Monday digest

Posted 27 June 2022

Overview: Public sentiment wrestles with economic realities
Inflation continues to dominate the financial market narrative. Last week the Office for National Statistics (ONS) announced that inflation, as measured by the Consumer Price Index (CPI), rose from 9% in April to 9.1% in May, while the Retail Price Index (RPI) reading increased to 11.7% compared to May 2021. And yet, believe it or not, inflation pressures are receding. Signs suggest the global supply-chain squeeze is easing, and the cost-push is passing by. While energy prices have been stickier (especially in Europe) crude oil prices came down sharply last week. Perhaps most hearteningly, there has also been a broad-based decline in agriculture prices since peaking around mid-May. However, the good news is being accompanied by more negative growth signals and ramping up recession talk. Last Thursday’s flash Purchasing Manager Indices (PMIs) for major areas added to the gloom – showing a greater decline in optimism among businesses than economists forecasted one week ago. The lack of enthusiasm is not surprising. The follow-though of inflation sees people deciding they don’t want to pay the price for goods, thereby reducing demand, which means less activity and therefore less growth. The phrase “demand destruction” means exactly that.

There is undoubtedly a slowdown underway. Business confidence has deteriorated from very positive levels, but is still at neutral rather than negative. While employment may worsen (it does lag confidence measures), it is unlikely to contract massively unless there is another shock to the global economy. There has been a slowing in hiring but jobs cuts are few and far between just now, and employers will be reluctant to lose workers again, given how difficult it has been to recruit in the past two years. Therefore, the sequencing of the slowdown is important. The fallback in input cost-price pressures is welcome and, clearly, it’s a good thing that this is happening before firms have to set about cutting labour costs. This must lessen the chance that the slowdown will be prolonged. What’s more, central banks are only partially through their rate cycle, and they still have some degree of flexibility. They don’t have to tighten if they believe cost pressures are abating enough – they just have to convince markets that they will do what is necessary. Markets are – once again – climbing the wall of worry and that is likely to persist through the summer. We cannot expect a meaningful equity market recovery until the soft patch is likely to end but, equally, the likely payoff is high enough to stay invested. We will be watching and assessing changes as intently as ever over the summer months.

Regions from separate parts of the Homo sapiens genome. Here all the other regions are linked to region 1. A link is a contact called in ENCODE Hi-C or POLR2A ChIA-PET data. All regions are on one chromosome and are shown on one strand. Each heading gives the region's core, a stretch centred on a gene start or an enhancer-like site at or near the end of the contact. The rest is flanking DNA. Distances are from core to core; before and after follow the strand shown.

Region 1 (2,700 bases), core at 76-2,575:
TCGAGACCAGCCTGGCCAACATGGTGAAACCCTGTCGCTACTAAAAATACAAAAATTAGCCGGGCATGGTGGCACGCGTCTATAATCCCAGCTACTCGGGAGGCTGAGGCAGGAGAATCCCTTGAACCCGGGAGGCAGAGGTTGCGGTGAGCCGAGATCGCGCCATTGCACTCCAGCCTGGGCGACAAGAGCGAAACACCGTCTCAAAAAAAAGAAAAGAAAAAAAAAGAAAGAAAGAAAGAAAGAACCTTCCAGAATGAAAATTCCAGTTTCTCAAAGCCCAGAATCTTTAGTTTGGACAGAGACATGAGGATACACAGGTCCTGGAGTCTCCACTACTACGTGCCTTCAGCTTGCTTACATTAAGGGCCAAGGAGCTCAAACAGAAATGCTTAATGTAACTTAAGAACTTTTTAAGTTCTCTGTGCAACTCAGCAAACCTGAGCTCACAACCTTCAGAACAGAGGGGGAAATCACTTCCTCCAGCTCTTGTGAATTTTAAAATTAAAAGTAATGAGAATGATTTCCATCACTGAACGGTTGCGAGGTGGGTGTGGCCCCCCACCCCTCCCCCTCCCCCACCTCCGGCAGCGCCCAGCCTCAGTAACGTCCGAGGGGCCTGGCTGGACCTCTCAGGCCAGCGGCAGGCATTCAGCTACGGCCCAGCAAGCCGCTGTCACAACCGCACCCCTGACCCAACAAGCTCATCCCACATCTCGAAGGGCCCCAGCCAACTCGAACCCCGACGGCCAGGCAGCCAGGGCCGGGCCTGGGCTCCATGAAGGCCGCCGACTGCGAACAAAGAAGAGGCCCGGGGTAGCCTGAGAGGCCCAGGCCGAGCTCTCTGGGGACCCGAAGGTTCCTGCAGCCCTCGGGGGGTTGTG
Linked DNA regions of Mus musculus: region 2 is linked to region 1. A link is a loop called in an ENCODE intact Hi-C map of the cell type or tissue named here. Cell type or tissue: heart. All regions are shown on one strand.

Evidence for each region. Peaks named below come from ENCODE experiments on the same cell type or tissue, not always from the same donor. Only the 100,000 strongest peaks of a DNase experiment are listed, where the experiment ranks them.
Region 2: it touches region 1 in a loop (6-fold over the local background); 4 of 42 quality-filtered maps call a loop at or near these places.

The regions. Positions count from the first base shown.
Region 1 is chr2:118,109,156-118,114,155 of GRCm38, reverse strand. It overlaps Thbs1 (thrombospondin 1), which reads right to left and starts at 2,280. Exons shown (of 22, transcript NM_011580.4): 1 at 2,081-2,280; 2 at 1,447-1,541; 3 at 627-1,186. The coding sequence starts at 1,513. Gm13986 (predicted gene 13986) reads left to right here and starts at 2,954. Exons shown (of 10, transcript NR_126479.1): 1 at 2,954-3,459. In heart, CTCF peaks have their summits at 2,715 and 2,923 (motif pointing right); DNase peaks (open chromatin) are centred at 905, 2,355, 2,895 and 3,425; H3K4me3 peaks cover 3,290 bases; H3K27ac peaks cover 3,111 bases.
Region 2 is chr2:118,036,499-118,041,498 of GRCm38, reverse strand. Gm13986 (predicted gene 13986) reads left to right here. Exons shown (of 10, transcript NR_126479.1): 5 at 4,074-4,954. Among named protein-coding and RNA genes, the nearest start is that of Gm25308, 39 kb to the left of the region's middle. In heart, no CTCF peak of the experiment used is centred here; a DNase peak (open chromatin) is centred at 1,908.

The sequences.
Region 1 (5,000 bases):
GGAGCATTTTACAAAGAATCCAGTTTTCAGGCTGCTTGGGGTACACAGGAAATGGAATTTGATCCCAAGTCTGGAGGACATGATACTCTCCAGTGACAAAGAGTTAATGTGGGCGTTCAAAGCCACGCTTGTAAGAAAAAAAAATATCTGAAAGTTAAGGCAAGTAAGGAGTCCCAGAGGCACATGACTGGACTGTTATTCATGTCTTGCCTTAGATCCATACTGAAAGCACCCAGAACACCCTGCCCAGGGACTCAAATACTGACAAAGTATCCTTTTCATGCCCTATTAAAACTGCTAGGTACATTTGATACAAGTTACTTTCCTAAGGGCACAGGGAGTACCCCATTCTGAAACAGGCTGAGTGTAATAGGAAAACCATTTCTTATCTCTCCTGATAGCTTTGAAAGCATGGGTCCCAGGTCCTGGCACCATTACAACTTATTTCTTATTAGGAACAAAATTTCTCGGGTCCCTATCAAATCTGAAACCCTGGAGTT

Emerging market resilience is encouraging
It has been a tough year for investors so far and riskier assets have been hit particularly hard. So far, emerging market (EM) bonds have suffered their worst losses since 1994 – with JPMorgan’s dollar-denominated bond index falling 15% year-to-date. EMs characteristically have plenty of their own problems – and this year has been no different, with idiosyncratic issues across China, Turkey and Latin America, as well as Russia’s invasion of Ukraine providing a major roadblock for growth. Investors have paid attention, and as of last month, $36 billion had flowed out of EM mutual and exchange-traded funds this year, according to research provider EPFR. This has had a negative impact on some EM currencies – none more so than the Turkish lira. Turkey’s currency has lost more than 23% of its dollar value this year, amid further political controversy for its authoritarian president Erdogan. Earlier this month, Erdogan vowed to cut interest rates again, despite inflation surging to more than 70%. The Turkish treasury responded with a new bond plan to ensure stability for the lira, but investors are yet to be convinced. Erdogan’s policies are a major barrier to foreign capital, making it hard to see an upside.